RACQ’s head of technology and safety Steve Spalding told 4BC earlier today the adoption of NSW regulation will give Brisbane the opportunity to fix its busiest intersections.
“Now is the time to look at those sites, then to work with Transport and Main Roads and work out how can that site be improved so they can continue to use the left turn on red facility like they do now,” Mr Spalding said.
Originally published as City where you can’t drive faster than 30km/h
'Like playing Russian roulette': ACTION drivers' concerns over seats 6 July 2018.
•ACTION bus drivers are concerned about seats being overloaded
•Seats in Canberra's public buses are built to withstand either 130 or 150kg, but drivers are not weighed to ensure they comply with the manufacturers' specifications
•One driver had to take more than a year off work after being injured when a seat "bottomed out", with Comcare accepting liability for his injury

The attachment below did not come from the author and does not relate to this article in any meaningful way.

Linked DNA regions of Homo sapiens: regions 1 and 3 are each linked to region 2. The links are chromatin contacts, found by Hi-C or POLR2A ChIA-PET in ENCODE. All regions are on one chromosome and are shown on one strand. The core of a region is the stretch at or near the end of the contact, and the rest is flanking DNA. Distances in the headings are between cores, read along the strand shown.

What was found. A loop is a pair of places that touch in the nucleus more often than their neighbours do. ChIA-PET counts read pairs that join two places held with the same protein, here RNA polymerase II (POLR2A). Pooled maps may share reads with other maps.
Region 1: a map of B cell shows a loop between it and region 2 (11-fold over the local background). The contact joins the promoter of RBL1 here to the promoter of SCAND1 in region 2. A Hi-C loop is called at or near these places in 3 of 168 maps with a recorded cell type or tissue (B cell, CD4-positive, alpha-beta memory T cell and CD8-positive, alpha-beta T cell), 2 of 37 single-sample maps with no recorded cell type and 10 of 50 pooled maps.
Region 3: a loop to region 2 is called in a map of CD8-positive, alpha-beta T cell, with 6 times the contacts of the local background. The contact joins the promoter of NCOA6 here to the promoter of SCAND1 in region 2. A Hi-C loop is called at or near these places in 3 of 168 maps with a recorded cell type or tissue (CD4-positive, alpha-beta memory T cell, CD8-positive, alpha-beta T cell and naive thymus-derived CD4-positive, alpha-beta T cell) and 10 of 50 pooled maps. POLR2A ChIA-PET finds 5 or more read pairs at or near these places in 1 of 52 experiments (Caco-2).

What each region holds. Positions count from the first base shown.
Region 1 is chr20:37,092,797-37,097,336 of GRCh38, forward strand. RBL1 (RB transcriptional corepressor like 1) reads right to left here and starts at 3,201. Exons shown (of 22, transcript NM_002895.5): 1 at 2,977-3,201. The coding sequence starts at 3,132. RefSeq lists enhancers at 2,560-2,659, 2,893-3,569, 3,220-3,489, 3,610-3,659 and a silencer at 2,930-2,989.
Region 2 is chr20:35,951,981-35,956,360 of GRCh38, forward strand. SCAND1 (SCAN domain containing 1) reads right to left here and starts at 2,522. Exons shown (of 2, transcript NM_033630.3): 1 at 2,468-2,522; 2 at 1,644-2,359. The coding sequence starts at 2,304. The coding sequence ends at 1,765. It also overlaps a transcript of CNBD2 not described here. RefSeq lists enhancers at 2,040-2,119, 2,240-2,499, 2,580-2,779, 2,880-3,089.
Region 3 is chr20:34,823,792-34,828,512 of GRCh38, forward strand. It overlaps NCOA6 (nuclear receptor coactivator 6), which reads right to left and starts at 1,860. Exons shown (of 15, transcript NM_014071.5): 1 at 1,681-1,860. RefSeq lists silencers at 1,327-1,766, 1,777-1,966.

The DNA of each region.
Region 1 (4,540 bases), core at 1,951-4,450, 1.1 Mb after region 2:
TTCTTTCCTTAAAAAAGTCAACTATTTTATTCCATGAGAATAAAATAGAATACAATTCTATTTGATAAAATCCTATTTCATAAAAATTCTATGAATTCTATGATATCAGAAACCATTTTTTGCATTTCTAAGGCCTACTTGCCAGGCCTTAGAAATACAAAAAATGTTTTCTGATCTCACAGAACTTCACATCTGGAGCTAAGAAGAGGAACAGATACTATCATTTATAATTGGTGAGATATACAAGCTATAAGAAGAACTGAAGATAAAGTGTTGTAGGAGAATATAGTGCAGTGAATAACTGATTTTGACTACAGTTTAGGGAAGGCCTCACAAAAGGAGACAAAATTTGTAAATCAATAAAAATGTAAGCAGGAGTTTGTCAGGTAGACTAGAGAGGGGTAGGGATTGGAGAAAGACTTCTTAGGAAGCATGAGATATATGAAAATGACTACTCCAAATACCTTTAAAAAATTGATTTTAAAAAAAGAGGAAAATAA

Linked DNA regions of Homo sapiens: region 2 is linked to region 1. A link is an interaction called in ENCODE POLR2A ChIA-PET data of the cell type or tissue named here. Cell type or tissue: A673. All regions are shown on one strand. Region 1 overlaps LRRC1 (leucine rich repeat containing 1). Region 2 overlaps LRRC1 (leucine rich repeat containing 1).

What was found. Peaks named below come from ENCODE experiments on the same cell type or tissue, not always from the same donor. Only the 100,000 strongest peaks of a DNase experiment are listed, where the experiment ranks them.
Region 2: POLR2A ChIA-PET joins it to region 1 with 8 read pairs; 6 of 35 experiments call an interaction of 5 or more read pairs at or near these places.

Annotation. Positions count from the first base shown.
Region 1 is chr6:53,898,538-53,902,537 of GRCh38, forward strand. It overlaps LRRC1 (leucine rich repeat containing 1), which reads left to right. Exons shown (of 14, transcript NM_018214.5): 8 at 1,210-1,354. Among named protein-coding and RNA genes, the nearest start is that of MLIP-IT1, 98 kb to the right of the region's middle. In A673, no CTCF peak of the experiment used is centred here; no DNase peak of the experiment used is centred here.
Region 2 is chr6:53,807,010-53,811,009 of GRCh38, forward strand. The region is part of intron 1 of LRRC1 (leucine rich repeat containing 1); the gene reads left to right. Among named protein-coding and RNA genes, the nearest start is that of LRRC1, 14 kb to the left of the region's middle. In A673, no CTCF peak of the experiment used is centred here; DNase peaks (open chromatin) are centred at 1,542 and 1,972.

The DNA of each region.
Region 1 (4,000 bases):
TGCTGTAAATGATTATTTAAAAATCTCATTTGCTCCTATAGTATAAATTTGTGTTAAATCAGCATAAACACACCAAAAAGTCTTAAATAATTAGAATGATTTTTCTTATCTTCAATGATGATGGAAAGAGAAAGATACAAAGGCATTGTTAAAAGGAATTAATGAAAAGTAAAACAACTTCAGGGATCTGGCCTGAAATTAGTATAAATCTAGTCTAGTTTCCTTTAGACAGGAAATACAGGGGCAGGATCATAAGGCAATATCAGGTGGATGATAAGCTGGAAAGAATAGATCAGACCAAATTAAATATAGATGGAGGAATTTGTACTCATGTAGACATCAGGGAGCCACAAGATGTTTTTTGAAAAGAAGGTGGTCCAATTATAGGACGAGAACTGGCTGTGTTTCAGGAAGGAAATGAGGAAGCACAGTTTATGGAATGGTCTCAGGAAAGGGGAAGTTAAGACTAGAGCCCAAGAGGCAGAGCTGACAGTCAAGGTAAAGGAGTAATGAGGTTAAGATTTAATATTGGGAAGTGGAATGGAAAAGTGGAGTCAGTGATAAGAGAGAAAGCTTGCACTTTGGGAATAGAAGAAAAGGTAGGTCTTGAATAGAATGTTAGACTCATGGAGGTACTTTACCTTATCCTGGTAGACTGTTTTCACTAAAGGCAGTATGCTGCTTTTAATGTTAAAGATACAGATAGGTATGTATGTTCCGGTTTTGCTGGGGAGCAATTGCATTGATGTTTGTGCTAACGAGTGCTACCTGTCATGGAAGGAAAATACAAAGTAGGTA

Concerned ACTION bus drivers say going to work is "like playing Russian roulette" because overweight drivers are damaging seats, creating a risk that they could "bottom out" or collapse mid-trip.
A public interest disclosure made by two drivers last year shows that one of them had to take more than a year off work after being injured by a seat that "bottomed out" during a test run that he was directed to undertake in 2016, after raising concerns about the seat three days earlier.
An ACTION bus, which concerned drivers say is not guaranteed to be safe because there is no requirement for drivers to be weighed. Photo: Jeffrey Chan
"Bottoming out" means that a metal-on-metal jarring occurs at the base of the seat because of a pneumatic air-ride failure.